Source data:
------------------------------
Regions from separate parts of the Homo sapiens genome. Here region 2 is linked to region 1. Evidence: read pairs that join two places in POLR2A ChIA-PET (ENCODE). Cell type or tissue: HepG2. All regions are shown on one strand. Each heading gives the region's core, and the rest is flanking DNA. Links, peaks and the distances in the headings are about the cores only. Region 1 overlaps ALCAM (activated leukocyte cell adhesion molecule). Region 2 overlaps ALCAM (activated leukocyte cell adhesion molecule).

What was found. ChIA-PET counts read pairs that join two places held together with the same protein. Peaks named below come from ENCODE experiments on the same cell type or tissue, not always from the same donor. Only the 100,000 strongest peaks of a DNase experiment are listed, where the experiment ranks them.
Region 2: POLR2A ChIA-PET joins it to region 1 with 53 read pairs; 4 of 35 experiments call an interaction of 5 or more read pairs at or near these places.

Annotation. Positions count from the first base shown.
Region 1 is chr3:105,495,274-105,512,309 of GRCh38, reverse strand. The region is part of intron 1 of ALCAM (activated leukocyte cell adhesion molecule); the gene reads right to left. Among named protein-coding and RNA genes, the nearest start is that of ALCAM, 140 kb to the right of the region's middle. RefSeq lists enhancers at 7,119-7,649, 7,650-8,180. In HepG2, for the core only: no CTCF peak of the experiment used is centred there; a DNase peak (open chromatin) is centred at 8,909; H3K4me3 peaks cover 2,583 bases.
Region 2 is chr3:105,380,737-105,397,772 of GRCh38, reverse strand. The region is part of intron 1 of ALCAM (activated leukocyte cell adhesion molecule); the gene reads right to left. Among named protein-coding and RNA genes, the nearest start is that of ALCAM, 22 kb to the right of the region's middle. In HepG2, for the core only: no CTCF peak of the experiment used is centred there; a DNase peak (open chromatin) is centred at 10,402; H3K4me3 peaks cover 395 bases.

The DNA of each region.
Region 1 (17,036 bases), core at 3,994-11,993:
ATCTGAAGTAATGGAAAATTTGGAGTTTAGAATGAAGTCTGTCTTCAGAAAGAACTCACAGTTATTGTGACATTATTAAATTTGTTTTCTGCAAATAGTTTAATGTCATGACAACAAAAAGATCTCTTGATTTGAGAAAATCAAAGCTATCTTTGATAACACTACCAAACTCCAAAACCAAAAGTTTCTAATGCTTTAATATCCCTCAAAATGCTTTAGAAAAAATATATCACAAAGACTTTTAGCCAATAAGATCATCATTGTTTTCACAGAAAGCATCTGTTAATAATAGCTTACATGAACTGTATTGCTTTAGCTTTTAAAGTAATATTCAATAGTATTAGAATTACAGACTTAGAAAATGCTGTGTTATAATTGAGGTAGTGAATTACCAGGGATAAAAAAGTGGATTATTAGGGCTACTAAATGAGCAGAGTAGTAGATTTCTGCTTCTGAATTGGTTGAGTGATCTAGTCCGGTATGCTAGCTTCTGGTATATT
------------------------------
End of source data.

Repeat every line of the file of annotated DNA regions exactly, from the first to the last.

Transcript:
Regions from separate parts of the Homo sapiens genome. Here region 2 is linked to region 1. Evidence: read pairs that join two places in POLR2A ChIA-PET (ENCODE). Cell type or tissue: HepG2. All regions are shown on one strand. Each heading gives the region's core, and the rest is flanking DNA. Links, peaks and the distances in the headings are about the cores only. Region 1 overlaps ALCAM (activated leukocyte cell adhesion molecule). Region 2 overlaps ALCAM (activated leukocyte cell adhesion molecule).

What was found. ChIA-PET counts read pairs that join two places held together with the same protein. Peaks named below come from ENCODE experiments on the same cell type or tissue, not always from the same donor. Only the 100,000 strongest peaks of a DNase experiment are listed, where the experiment ranks them.
Region 2: POLR2A ChIA-PET joins it to region 1 with 53 read pairs; 4 of 35 experiments call an interaction of 5 or more read pairs at or near these places.

Annotation. Positions count from the first base shown.
Region 1 is chr3:105,495,274-105,512,309 of GRCh38, reverse strand. The region is part of intron 1 of ALCAM (activated leukocyte cell adhesion molecule); the gene reads right to left. Among named protein-coding and RNA genes, the nearest start is that of ALCAM, 140 kb to the right of the region's middle. RefSeq lists enhancers at 7,119-7,649, 7,650-8,180. In HepG2, for the core only: no CTCF peak of the experiment used is centred there; a DNase peak (open chromatin) is centred at 8,909; H3K4me3 peaks cover 2,583 bases.
Region 2 is chr3:105,380,737-105,397,772 of GRCh38, reverse strand. The region is part of intron 1 of ALCAM (activated leukocyte cell adhesion molecule); the gene reads right to left. Among named protein-coding and RNA genes, the nearest start is that of ALCAM, 22 kb to the right of the region's middle. In HepG2, for the core only: no CTCF peak of the experiment used is centred there; a DNase peak (open chromatin) is centred at 10,402; H3K4me3 peaks cover 395 bases.

The DNA of each region.
Region 1 (17,036 bases), core at 3,994-11,993:
ATCTGAAGTAATGGAAAATTTGGAGTTTAGAATGAAGTCTGTCTTCAGAAAGAACTCACAGTTATTGTGACATTATTAAATTTGTTTTCTGCAAATAGTTTAATGTCATGACAACAAAAAGATCTCTTGATTTGAGAAAATCAAAGCTATCTTTGATAACACTACCAAACTCCAAAACCAAAAGTTTCTAATGCTTTAATATCCCTCAAAATGCTTTAGAAAAAATATATCACAAAGACTTTTAGCCAATAAGATCATCATTGTTTTCACAGAAAGCATCTGTTAATAATAGCTTACATGAACTGTATTGCTTTAGCTTTTAAAGTAATATTCAATAGTATTAGAATTACAGACTTAGAAAATGCTGTGTTATAATTGAGGTAGTGAATTACCAGGGATAAAAAAGTGGATTATTAGGGCTACTAAATGAGCAGAGTAGTAGATTTCTGCTTCTGAATTGGTTGAGTGATCTAGTCCGGTATGCTAGCTTCTGGTATATT